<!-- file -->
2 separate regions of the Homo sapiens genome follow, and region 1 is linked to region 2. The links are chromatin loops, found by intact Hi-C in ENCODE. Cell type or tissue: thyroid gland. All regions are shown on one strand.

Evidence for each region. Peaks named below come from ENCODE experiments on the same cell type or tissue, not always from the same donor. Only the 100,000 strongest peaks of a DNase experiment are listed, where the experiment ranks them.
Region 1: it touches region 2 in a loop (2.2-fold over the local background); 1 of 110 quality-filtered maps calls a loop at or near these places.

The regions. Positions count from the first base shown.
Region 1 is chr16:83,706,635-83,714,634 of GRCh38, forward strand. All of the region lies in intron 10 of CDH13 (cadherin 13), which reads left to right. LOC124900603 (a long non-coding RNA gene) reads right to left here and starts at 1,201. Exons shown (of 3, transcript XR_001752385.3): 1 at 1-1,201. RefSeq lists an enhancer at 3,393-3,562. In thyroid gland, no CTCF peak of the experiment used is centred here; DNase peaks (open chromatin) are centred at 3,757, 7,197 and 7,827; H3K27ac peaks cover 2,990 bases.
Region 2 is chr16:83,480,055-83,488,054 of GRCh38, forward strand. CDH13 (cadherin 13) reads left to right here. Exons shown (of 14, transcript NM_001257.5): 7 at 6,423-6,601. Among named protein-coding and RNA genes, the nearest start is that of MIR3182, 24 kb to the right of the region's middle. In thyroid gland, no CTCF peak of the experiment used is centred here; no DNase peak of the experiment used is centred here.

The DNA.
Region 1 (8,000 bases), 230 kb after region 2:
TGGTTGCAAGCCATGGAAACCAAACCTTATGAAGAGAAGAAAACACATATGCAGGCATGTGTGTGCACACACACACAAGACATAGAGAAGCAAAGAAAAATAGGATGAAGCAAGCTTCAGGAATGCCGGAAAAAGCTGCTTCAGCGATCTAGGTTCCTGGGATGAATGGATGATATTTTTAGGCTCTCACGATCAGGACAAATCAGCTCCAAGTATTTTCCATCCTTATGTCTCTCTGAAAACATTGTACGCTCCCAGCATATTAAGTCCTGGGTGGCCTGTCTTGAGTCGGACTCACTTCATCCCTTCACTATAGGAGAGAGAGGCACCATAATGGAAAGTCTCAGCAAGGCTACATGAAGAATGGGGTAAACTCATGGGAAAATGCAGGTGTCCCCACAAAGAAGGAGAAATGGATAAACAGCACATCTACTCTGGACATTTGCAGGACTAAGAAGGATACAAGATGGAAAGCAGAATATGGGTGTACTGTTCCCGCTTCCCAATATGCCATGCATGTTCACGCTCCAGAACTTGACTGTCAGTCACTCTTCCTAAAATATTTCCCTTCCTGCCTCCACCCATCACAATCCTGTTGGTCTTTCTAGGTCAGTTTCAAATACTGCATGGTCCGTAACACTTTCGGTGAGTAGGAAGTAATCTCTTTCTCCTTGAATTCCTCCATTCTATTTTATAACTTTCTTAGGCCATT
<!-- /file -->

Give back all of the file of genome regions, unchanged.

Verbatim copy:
2 separate regions of the Homo sapiens genome follow, and region 1 is linked to region 2. The links are chromatin loops, found by intact Hi-C in ENCODE. Cell type or tissue: thyroid gland. All regions are shown on one strand.

Evidence for each region. Peaks named below come from ENCODE experiments on the same cell type or tissue, not always from the same donor. Only the 100,000 strongest peaks of a DNase experiment are listed, where the experiment ranks them.
Region 1: it touches region 2 in a loop (2.2-fold over the local background); 1 of 110 quality-filtered maps calls a loop at or near these places.

The regions. Positions count from the first base shown.
Region 1 is chr16:83,706,635-83,714,634 of GRCh38, forward strand. All of the region lies in intron 10 of CDH13 (cadherin 13), which reads left to right. LOC124900603 (a long non-coding RNA gene) reads right to left here and starts at 1,201. Exons shown (of 3, transcript XR_001752385.3): 1 at 1-1,201. RefSeq lists an enhancer at 3,393-3,562. In thyroid gland, no CTCF peak of the experiment used is centred here; DNase peaks (open chromatin) are centred at 3,757, 7,197 and 7,827; H3K27ac peaks cover 2,990 bases.
Region 2 is chr16:83,480,055-83,488,054 of GRCh38, forward strand. CDH13 (cadherin 13) reads left to right here. Exons shown (of 14, transcript NM_001257.5): 7 at 6,423-6,601. Among named protein-coding and RNA genes, the nearest start is that of MIR3182, 24 kb to the right of the region's middle. In thyroid gland, no CTCF peak of the experiment used is centred here; no DNase peak of the experiment used is centred here.

The DNA.
Region 1 (8,000 bases), 230 kb after region 2:
TGGTTGCAAGCCATGGAAACCAAACCTTATGAAGAGAAGAAAACACATATGCAGGCATGTGTGTGCACACACACACAAGACATAGAGAAGCAAAGAAAAATAGGATGAAGCAAGCTTCAGGAATGCCGGAAAAAGCTGCTTCAGCGATCTAGGTTCCTGGGATGAATGGATGATATTTTTAGGCTCTCACGATCAGGACAAATCAGCTCCAAGTATTTTCCATCCTTATGTCTCTCTGAAAACATTGTACGCTCCCAGCATATTAAGTCCTGGGTGGCCTGTCTTGAGTCGGACTCACTTCATCCCTTCACTATAGGAGAGAGAGGCACCATAATGGAAAGTCTCAGCAAGGCTACATGAAGAATGGGGTAAACTCATGGGAAAATGCAGGTGTCCCCACAAAGAAGGAGAAATGGATAAACAGCACATCTACTCTGGACATTTGCAGGACTAAGAAGGATACAAGATGGAAAGCAGAATATGGGTGTACTGTTCCCGCTTCCCAATATGCCATGCATGTTCACGCTCCAGAACTTGACTGTCAGTCACTCTTCCTAAAATATTTCCCTTCCTGCCTCCACCCATCACAATCCTGTTGGTCTTTCTAGGTCAGTTTCAAATACTGCATGGTCCGTAACACTTTCGGTGAGTAGGAAGTAATCTCTTTCTCCTTGAATTCCTCCATTCTATTTTATAACTTTCTTAGGCCATT